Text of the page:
• Here are unhelpful common words and phrases that serve no useful purpose on a wine label and should be ignored.
After you’ve nailed the wine bottle label design, make sure that your labeling process is optimized, ensuring that every single bottle has a perfectly placed label.
Types Of Labeling Equipment
Which labeling machine will allow you to make more wine in less time? Ready to Ask “up” your wine labeling game? Investing in a wine labeling machine that will help you ramp up production while maintaining quality may be just what you need to keep up with the competition.
Wineries have several bottle and canned wine labeling options. In general, label applicator machines come in manual, semi-automatic, and automatic models. Knowing label application needs and goal production speed will help narrow down the choices.
Manual labeling machines require workers to individually load and apply each label.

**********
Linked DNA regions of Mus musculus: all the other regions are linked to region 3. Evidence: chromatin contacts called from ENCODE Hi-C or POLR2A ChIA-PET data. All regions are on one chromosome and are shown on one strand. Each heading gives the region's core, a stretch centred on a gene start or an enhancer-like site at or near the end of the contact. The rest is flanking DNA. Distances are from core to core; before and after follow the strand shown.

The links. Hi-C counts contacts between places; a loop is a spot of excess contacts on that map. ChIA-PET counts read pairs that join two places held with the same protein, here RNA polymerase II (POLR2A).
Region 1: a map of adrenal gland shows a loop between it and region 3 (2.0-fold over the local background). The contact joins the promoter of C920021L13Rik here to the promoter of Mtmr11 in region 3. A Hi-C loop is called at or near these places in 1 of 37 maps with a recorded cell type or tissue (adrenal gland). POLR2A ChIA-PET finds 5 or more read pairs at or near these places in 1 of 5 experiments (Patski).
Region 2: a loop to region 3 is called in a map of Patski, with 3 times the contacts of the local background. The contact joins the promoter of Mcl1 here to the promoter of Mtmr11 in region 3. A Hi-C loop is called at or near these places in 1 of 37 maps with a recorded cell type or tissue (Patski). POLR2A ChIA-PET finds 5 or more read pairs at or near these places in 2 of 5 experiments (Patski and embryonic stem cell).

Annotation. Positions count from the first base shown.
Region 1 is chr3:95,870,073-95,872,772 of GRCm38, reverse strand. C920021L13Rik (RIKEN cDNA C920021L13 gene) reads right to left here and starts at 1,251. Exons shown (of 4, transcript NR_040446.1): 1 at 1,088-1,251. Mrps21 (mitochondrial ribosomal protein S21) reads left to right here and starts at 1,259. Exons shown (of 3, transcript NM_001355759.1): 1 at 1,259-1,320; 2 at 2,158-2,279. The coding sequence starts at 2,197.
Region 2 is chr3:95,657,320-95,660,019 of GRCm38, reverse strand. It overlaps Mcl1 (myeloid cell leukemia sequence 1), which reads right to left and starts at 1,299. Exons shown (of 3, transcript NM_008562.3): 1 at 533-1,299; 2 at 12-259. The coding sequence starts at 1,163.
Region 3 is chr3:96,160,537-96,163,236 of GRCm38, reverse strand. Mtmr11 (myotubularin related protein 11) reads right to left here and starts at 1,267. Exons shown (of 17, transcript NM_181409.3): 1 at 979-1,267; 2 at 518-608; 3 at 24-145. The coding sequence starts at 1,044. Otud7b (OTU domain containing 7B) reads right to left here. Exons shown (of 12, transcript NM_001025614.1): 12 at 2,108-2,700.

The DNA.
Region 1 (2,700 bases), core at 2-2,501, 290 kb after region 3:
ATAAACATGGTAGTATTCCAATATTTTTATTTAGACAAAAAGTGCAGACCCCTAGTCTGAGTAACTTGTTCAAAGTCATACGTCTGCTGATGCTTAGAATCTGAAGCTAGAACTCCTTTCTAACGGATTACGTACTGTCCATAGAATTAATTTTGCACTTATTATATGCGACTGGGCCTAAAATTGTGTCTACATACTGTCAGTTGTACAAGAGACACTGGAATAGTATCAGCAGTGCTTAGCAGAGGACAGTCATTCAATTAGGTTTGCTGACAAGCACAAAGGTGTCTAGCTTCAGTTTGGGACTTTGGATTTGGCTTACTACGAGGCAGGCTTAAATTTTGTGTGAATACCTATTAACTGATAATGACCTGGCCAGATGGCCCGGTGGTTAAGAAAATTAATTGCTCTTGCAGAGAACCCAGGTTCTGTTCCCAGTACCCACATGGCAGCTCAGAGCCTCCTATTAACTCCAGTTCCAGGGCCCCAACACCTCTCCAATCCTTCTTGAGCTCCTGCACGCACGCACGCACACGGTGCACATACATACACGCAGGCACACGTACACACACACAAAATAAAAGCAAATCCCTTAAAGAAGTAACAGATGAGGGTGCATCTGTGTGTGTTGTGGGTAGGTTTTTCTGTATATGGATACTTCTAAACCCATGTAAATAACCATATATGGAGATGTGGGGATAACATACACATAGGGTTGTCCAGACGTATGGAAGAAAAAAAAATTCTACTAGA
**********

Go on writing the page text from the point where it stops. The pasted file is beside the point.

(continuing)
Semi-automatic labeling machines are operated by a hand or footswitch. An employee loads the bottles onto the conveyor then presses a button to apply the labels. This method is faster and more consistent than manual hand labeling.
In many cases, a semi-automatic, wrap-around labeling machine is the best option for labeling bottled wine because it allows you to ramp up from small-batch winemaking to a fully-automatic, in-line labeler machine over time without having to overhaul your equipment or bottling line.
Automatic labeling machines have rotary and in-line options. Both are quicker and more accurate than manual and semi-automatic labelers. In-line automatic label machines provide a massive leap in productivity and eﬃciency. Once wine bottles or cans are ﬁlled, they can be continuously fed to the labeling machine, resulting in roughly 150 labeled products per hour. Rotary label machines are at the high end of the spectrum, running up to 500 labels per hour and providing ultimate label placement control and consistency.